Federal Health Policy Requires Child Health Investment Focus

Federal Health Policy Requires Child Health Investment Focus

In their recent Health Affairs article, Federal Health Policy Requires Child Health Investment Focus, Charles Bruner and Maxine Hayes raise the imperative that we must think of health as a broad construct and center our policy priorities around comprehensively supporting babies, toddlers, and their families.

The HealthySteps National Office at ZERO TO THREE concurs wholeheartedly with this position and was honored to see HealthySteps noted as exemplary in providing integrated team-based care, focusing on the child in the context of their family and community.

Federal policies must support families if we want our next generation to thrive. The Biden-Harris Administration is making important strides in not only signaling, but acting on, its commitment to young children and families. Notably, a historic investment will help 151 Community Health Centers integrate early childhood development experts into the care team to focus on their youngest patients and their families. This is a crucial step to improving access to team-based care and shifting the standard of pediatric primary care to value service delivery across the care continuum—from promotion and prevention through treatment.

The early childhood field is pleased to see progress across other sectors of the Biden-Harris Administration. The Centers for Medicare and Medicaid Services (CMS) reminded state policymakers in a 2022 Information Bulletin that the Early Periodic Screening Diagnosis and Treatment (EPSDT) benefit includes access to, and payment for, early childhood development and HealthySteps-aligned services. Some states are leveraging these existing flexibilities to support behavioral health promotion and prevention through groundbreaking dyadic services and innovative enhanced payments. Other states are actively exploring how to leverage existing Medicaid opportunities to do more for young children and their families.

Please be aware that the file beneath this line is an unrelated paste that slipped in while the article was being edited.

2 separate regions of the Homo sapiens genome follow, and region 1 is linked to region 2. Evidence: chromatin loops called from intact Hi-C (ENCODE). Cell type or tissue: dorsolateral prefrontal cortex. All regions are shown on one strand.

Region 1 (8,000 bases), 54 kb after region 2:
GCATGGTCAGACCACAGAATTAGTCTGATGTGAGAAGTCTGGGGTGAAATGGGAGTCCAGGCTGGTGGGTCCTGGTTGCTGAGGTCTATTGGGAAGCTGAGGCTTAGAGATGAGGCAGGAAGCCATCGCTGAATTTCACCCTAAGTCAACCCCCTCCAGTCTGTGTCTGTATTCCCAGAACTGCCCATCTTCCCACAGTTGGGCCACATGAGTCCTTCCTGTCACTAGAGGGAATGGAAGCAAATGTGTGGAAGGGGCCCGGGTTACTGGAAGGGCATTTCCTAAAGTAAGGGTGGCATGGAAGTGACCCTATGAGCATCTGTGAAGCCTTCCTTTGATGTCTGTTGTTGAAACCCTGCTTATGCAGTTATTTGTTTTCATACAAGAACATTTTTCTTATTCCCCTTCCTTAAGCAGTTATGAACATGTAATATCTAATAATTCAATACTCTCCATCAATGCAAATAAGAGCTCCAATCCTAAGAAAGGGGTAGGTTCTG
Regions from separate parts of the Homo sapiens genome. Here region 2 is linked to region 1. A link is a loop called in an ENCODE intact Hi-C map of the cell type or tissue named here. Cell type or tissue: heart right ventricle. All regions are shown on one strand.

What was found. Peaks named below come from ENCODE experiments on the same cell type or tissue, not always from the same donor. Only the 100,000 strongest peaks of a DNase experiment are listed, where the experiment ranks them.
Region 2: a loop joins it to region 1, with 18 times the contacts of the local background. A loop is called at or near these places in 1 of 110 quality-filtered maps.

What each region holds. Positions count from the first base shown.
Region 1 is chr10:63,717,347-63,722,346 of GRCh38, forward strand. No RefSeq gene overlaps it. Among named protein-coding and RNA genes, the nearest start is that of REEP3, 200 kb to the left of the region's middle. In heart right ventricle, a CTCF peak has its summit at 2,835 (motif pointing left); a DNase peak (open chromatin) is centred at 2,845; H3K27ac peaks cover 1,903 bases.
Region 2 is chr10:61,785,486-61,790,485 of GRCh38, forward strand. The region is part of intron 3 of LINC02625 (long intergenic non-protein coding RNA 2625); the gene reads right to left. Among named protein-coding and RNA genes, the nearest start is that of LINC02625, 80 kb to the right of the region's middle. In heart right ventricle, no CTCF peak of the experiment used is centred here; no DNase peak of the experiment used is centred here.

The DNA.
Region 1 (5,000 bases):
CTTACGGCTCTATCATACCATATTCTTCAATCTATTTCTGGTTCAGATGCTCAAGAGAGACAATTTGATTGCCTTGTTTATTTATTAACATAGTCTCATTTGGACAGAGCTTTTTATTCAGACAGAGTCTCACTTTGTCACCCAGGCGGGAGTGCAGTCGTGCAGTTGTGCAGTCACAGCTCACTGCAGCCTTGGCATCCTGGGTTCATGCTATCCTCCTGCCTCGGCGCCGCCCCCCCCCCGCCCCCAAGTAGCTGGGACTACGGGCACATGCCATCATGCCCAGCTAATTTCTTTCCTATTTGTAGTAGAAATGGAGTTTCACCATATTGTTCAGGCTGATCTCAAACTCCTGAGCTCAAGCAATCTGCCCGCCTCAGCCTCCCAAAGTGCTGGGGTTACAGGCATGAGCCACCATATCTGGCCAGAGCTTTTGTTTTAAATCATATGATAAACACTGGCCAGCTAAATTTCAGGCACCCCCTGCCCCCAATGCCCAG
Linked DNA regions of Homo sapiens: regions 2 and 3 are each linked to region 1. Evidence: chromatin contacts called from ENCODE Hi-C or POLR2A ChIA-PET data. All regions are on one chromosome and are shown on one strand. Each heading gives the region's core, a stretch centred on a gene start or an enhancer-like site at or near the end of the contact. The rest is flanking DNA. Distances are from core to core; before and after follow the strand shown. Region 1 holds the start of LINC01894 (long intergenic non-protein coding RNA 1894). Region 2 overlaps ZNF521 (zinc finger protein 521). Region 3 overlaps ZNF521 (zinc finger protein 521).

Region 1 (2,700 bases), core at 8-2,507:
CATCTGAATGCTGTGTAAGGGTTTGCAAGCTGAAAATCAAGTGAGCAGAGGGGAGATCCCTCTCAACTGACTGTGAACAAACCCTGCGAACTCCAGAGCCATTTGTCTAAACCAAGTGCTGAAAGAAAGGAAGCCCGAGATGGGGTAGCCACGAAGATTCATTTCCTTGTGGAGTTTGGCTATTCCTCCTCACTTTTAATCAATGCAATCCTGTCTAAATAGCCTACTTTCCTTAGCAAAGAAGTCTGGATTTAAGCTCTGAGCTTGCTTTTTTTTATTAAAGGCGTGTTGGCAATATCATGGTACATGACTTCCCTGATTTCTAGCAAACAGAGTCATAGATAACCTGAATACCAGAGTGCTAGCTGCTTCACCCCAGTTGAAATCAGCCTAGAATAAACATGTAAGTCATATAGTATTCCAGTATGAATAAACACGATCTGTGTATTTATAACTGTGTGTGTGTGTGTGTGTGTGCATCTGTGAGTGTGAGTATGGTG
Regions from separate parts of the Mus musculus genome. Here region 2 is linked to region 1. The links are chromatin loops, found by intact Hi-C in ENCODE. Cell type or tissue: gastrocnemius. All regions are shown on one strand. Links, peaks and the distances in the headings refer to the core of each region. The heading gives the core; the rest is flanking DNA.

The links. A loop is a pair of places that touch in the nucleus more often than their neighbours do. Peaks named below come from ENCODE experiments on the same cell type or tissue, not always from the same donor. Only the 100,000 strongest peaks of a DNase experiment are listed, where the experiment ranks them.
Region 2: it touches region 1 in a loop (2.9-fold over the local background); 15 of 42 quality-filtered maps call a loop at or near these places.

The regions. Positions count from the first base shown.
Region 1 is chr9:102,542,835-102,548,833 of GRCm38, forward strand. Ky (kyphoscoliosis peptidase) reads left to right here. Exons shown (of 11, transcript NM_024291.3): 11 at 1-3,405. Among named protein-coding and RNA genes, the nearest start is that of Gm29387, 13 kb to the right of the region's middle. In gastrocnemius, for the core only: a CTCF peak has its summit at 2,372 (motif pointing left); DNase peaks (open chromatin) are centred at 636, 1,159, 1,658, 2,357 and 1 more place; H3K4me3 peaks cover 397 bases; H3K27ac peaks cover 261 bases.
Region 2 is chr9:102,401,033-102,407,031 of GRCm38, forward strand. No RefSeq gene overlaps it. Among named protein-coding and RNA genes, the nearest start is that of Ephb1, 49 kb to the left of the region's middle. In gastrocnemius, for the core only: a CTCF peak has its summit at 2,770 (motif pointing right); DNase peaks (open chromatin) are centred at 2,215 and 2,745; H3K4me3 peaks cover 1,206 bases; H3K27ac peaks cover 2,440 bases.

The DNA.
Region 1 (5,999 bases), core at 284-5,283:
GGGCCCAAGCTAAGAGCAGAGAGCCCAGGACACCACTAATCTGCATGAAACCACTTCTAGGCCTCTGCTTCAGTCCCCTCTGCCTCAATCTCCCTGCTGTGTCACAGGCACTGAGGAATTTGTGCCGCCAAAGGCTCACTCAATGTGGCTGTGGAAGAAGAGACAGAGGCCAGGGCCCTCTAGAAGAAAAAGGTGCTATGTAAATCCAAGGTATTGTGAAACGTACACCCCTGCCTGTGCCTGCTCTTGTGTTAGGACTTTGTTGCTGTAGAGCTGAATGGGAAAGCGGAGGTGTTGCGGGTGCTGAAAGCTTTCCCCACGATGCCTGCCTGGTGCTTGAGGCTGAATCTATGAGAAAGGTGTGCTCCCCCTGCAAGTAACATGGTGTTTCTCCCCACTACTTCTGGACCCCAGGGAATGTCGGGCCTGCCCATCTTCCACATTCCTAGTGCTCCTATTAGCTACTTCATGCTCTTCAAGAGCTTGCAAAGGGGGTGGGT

The authors also highlight that any commitment to reducing racial inequities should recognize that children must be at the forefront for meaningful change. We echo this call to action and are proud that HealthySteps, with its commitment to reach children with Medicaid/CHIP and body of evidence on advancing health equity, can be a small building block as we strive to create an antiracist health system.

We applaud Charles Bruner, a frequent National Office collaborator, and Maxine Hayes, a powerful innovative thinker, for publishing “Federal Health Policy Requires Child Health Investment Focus,” and helping to give a voice to the babies, toddlers, and families across this country in support of a happier, healthier, more prosperous future for all.

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